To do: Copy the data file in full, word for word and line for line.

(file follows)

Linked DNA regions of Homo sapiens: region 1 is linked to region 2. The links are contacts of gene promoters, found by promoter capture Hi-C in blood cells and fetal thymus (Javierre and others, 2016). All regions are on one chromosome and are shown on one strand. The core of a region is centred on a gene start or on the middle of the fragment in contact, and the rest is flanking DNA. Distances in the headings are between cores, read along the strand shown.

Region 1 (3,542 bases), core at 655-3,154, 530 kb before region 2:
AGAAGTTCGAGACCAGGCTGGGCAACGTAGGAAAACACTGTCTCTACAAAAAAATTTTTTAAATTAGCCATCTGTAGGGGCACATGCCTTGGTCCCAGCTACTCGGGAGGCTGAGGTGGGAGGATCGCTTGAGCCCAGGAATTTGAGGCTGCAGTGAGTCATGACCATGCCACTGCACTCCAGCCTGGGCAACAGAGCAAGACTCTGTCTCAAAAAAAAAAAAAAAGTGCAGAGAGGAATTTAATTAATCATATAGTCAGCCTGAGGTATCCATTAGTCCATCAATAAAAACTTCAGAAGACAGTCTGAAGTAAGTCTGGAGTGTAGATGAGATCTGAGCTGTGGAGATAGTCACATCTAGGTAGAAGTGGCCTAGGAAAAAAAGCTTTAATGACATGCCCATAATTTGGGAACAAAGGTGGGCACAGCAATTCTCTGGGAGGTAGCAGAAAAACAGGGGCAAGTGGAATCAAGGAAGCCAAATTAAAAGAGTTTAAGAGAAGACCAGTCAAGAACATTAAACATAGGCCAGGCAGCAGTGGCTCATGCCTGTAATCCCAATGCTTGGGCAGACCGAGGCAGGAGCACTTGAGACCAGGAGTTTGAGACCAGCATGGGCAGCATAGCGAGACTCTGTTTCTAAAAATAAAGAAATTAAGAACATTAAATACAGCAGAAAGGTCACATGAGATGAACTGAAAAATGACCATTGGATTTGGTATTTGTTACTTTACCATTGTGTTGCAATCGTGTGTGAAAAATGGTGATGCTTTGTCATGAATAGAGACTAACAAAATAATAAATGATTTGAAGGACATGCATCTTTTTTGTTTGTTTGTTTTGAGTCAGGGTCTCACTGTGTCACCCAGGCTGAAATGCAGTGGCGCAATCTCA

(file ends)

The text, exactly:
Linked DNA regions of Homo sapiens: region 1 is linked to region 2. The links are contacts of gene promoters, found by promoter capture Hi-C in blood cells and fetal thymus (Javierre and others, 2016). All regions are on one chromosome and are shown on one strand. The core of a region is centred on a gene start or on the middle of the fragment in contact, and the rest is flanking DNA. Distances in the headings are between cores, read along the strand shown.

Region 1 (3,542 bases), core at 655-3,154, 530 kb before region 2:
AGAAGTTCGAGACCAGGCTGGGCAACGTAGGAAAACACTGTCTCTACAAAAAAATTTTTTAAATTAGCCATCTGTAGGGGCACATGCCTTGGTCCCAGCTACTCGGGAGGCTGAGGTGGGAGGATCGCTTGAGCCCAGGAATTTGAGGCTGCAGTGAGTCATGACCATGCCACTGCACTCCAGCCTGGGCAACAGAGCAAGACTCTGTCTCAAAAAAAAAAAAAAAGTGCAGAGAGGAATTTAATTAATCATATAGTCAGCCTGAGGTATCCATTAGTCCATCAATAAAAACTTCAGAAGACAGTCTGAAGTAAGTCTGGAGTGTAGATGAGATCTGAGCTGTGGAGATAGTCACATCTAGGTAGAAGTGGCCTAGGAAAAAAAGCTTTAATGACATGCCCATAATTTGGGAACAAAGGTGGGCACAGCAATTCTCTGGGAGGTAGCAGAAAAACAGGGGCAAGTGGAATCAAGGAAGCCAAATTAAAAGAGTTTAAGAGAAGACCAGTCAAGAACATTAAACATAGGCCAGGCAGCAGTGGCTCATGCCTGTAATCCCAATGCTTGGGCAGACCGAGGCAGGAGCACTTGAGACCAGGAGTTTGAGACCAGCATGGGCAGCATAGCGAGACTCTGTTTCTAAAAATAAAGAAATTAAGAACATTAAATACAGCAGAAAGGTCACATGAGATGAACTGAAAAATGACCATTGGATTTGGTATTTGTTACTTTACCATTGTGTTGCAATCGTGTGTGAAAAATGGTGATGCTTTGTCATGAATAGAGACTAACAAAATAATAAATGATTTGAAGGACATGCATCTTTTTTGTTTGTTTGTTTTGAGTCAGGGTCTCACTGTGTCACCCAGGCTGAAATGCAGTGGCGCAATCTCA